Strategic issues, including capital investment in mergers, acquisitions, disposals, market position, climate change, sustainable development and new technologies, are affected by the global economy. As we implement our refreshed strategic priorities to deliver our vision to be the leading integrated energy company with customers at our core, we face an increasingly uncertain environment. Challenges include the intensifying uncertainty in the world economy reflected by concerns over further economic deterioration, pressure from higher wholesale prices, increased competition, reduced demand and recessionary impacts, all of which contribute to making market conditions challenging.

The economic condition of the countries and markets in which the Group operates, namely the UK and North America, are of concern, with the extent and timing of recovery uncertain. The UK entered a double-dip recession during 2012, with the threat of an unprecedented triple-dip in 2013. The US experienced the potential for a ‘fiscal cliff’ and the proximity of further ‘fiscal cliffs’ in 2013 exists with the possibility, from the interconnected global financial systems, of this not only impacting our overseas operations but also the Group as a whole.

Decisions on the future of energy markets also pose risks to our existing and future operations. The UK Government’s preference for converting coal power stations to co-firing biomass rather than building dedicated biomass facilities led us to end our investment in dedicated biomass power station projects. The US President’s re-election indicated continued support for all domestic energy sources; shale, power generation including nuclear, renewable, carbon capture and storage, although specific details remain uncertain.

The rise of the digital economy is adding to competitive pressures and with the internet entering a second phase dominated by mobile devices, the barriers to market entry are falling and customer loyalties can change swiftly. In the UK market, a significant number of our customers have changed in line with this, as they now choose to deal with us through accessing digital channels, such as the British Gas website and smartphone applications. Smart meters represent one of the biggest changes in the retail energy market since the 1970s and British Gas will operate, not only in an energy market but in an energy services and advisory market open to non-traditional players.

How do we manage these risks?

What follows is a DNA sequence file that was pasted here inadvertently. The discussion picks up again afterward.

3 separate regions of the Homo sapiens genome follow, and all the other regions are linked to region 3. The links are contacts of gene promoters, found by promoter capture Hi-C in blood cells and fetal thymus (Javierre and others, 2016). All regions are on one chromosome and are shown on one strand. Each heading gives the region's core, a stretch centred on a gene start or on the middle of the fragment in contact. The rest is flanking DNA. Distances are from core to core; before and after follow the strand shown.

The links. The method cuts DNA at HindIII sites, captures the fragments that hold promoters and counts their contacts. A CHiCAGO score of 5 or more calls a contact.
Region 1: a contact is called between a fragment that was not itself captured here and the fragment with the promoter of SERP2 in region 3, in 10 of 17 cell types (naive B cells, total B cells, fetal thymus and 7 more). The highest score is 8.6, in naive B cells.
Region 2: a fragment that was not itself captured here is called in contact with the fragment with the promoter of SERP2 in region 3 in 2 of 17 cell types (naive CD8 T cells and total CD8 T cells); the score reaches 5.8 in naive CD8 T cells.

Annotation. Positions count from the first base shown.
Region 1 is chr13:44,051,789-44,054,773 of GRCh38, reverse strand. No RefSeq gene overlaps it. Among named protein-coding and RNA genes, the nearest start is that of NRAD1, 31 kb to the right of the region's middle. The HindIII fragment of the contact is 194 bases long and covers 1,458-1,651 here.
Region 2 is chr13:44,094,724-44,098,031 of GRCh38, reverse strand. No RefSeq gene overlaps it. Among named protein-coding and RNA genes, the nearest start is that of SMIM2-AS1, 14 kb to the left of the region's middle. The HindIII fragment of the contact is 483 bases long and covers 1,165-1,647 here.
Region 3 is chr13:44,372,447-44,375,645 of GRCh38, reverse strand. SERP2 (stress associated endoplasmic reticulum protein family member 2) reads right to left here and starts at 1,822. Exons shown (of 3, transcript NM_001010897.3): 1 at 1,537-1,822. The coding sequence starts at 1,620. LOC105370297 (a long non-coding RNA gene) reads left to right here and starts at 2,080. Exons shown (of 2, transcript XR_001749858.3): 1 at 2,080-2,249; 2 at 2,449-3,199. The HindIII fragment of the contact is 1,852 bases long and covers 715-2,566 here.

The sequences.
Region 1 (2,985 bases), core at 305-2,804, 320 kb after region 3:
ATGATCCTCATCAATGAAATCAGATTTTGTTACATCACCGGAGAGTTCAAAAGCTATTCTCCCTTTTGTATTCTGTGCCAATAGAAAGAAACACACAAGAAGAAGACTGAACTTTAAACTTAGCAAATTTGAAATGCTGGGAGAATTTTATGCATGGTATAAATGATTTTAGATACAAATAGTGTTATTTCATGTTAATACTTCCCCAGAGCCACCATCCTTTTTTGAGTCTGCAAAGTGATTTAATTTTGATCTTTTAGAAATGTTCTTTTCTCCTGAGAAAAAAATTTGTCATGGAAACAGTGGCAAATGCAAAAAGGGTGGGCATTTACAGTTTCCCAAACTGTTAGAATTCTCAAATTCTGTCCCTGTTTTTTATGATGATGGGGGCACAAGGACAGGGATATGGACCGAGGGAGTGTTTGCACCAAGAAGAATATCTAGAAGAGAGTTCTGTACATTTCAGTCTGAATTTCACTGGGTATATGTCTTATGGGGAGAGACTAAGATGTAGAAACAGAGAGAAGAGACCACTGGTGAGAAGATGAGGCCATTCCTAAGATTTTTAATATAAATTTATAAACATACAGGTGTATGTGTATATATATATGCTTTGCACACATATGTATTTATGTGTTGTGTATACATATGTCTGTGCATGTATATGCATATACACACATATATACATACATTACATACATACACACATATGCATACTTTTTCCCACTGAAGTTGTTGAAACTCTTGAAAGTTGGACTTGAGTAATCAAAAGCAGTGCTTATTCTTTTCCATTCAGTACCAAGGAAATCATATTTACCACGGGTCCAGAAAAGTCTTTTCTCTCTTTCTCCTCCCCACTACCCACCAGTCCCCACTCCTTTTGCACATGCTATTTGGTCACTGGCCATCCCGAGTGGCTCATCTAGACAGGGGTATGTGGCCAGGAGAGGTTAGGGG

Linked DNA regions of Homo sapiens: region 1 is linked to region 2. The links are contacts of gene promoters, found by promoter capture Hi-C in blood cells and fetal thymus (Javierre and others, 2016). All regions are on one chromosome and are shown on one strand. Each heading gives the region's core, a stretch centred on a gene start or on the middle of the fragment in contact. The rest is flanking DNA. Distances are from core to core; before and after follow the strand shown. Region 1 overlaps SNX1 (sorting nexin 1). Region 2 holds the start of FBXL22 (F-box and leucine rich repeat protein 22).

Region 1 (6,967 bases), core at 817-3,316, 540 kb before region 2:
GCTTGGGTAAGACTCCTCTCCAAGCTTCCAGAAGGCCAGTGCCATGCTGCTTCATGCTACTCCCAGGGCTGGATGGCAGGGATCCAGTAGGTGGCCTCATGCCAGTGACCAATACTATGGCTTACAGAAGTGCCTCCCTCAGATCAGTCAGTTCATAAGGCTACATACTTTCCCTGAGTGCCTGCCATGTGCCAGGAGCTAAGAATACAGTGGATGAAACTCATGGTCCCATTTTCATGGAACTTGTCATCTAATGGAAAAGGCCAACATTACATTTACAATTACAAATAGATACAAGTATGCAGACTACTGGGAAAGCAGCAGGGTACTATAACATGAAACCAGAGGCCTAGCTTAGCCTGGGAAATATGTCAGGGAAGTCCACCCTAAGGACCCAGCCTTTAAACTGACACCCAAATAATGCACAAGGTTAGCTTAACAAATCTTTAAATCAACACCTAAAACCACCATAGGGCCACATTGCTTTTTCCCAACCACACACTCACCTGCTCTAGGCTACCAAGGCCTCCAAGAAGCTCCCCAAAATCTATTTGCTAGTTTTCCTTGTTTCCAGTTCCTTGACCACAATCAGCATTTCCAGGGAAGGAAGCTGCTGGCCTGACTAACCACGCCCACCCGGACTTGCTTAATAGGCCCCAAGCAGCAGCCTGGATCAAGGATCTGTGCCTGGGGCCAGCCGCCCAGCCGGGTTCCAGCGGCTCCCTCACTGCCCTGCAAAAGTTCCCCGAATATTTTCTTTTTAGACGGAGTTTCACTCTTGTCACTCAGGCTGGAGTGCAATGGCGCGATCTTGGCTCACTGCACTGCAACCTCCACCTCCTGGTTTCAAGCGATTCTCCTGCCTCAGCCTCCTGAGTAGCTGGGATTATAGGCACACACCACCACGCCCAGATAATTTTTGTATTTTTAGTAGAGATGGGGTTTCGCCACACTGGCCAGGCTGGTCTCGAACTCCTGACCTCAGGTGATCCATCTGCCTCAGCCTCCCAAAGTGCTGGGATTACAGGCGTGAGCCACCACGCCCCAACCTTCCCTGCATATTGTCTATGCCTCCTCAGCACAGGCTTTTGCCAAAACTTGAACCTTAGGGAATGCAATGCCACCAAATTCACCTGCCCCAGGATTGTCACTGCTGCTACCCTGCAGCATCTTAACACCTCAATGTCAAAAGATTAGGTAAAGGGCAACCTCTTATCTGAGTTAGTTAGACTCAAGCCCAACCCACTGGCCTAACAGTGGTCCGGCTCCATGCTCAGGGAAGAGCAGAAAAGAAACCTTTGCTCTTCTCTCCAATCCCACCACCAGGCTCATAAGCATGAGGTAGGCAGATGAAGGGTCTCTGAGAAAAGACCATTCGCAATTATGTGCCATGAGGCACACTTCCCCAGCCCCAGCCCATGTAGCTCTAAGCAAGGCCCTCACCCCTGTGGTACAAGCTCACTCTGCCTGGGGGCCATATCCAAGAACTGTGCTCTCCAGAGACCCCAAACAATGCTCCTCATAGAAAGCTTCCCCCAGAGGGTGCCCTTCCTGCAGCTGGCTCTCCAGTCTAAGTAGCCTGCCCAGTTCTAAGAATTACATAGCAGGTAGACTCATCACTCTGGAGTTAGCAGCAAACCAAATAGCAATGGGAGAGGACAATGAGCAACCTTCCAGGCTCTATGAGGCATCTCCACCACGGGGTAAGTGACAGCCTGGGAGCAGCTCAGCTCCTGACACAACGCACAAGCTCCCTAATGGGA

The Group pursues a range of strategic investment options across the gas value chain and in different geographies, to both deepen our customer relationships and secure the Group’s future energy requirements.

In 2012, we invested £2.7 billion to secure energy supplies and increase energy reserves. In addition, our investment in the Cygnus project, when complete and at peak production, will meet the energy needs of nearly 1.5 million UK homes. We continue to seek industry partnerships to supply the UK with gas, and three such supply deals have been signed since 2011.

In North America, the Group continues to deliver on its priorities. The residential, business and services footprint has grown, helping the upstream business perform well despite low gas and power prices.

We aspire to lead in the roll-out of smart meters to give consumers insight into how smart products will transform the way they understand their energy use. We are market leader in the supply for electric vehicle charge points and the Group continues to offer expertise in energy efficiency through domestic energy efficiency surveys and home insulation. Furthermore, the Group is mindful of the need to keep abreast of emerging technologies and the potential impact on the smart connected home of the future and as such we maintain links with technology experts to give us further advantage.

Commodity costs

What are the risks?

Volatile commodity costs affect our ability to price competitively and meet profit targets. The Group buys a significant proportion of the gas to supply Britain’s needs. This position sets the Group apart from the other counterparts in the UK market. To maintain supply and protect against possible price increases much of this is procured in advance in order to ensure a balanced supply and demand portfolio. Mild weather could reduce demand, leaving the Group with a surplus of gas which would have to be sold back to the wholesale market at a loss. This could contribute to customer bills not dropping when wholesale prices later fall.

There has been a significant impact from shale gas in North America where an immediate effect has been to lower wholesale gas prices in the US and weaken the traditional links between gas and oil prices. Such an emerging energy source could influence global energy markets over time, with the surplus of gas affecting the current liquefied natural gas (LNG) sector in particular.

Investment decisions key to Group strategic growth plans, particularly in respect of upstream assets such as gas fields or power stations, are based on evaluations underpinned by forecasts of longer-term commodity price development. These reflect prevailing market prices and are supplemented by assessments of underlying industry fundamentals.

Assets, including goodwill, may be impaired if discounted future cash flows from an asset are insufficient to cover its cost on the balance sheet. The excess asset cost on the Group balance sheet will be provided against and charged to the Group income statement. The cash flows of assets are sensitive to changes in:

  • commodity prices;
  • discount rates;
  • reserve estimates/useful economic life;
  • capital expenditure/operating expenditure assumptions (including changes in decommissioning estimates); and
  • operational performance.

There are also a number of contractual capacity contracts, the economic value of which depends on volatile spread relationships.

How do we manage these risks?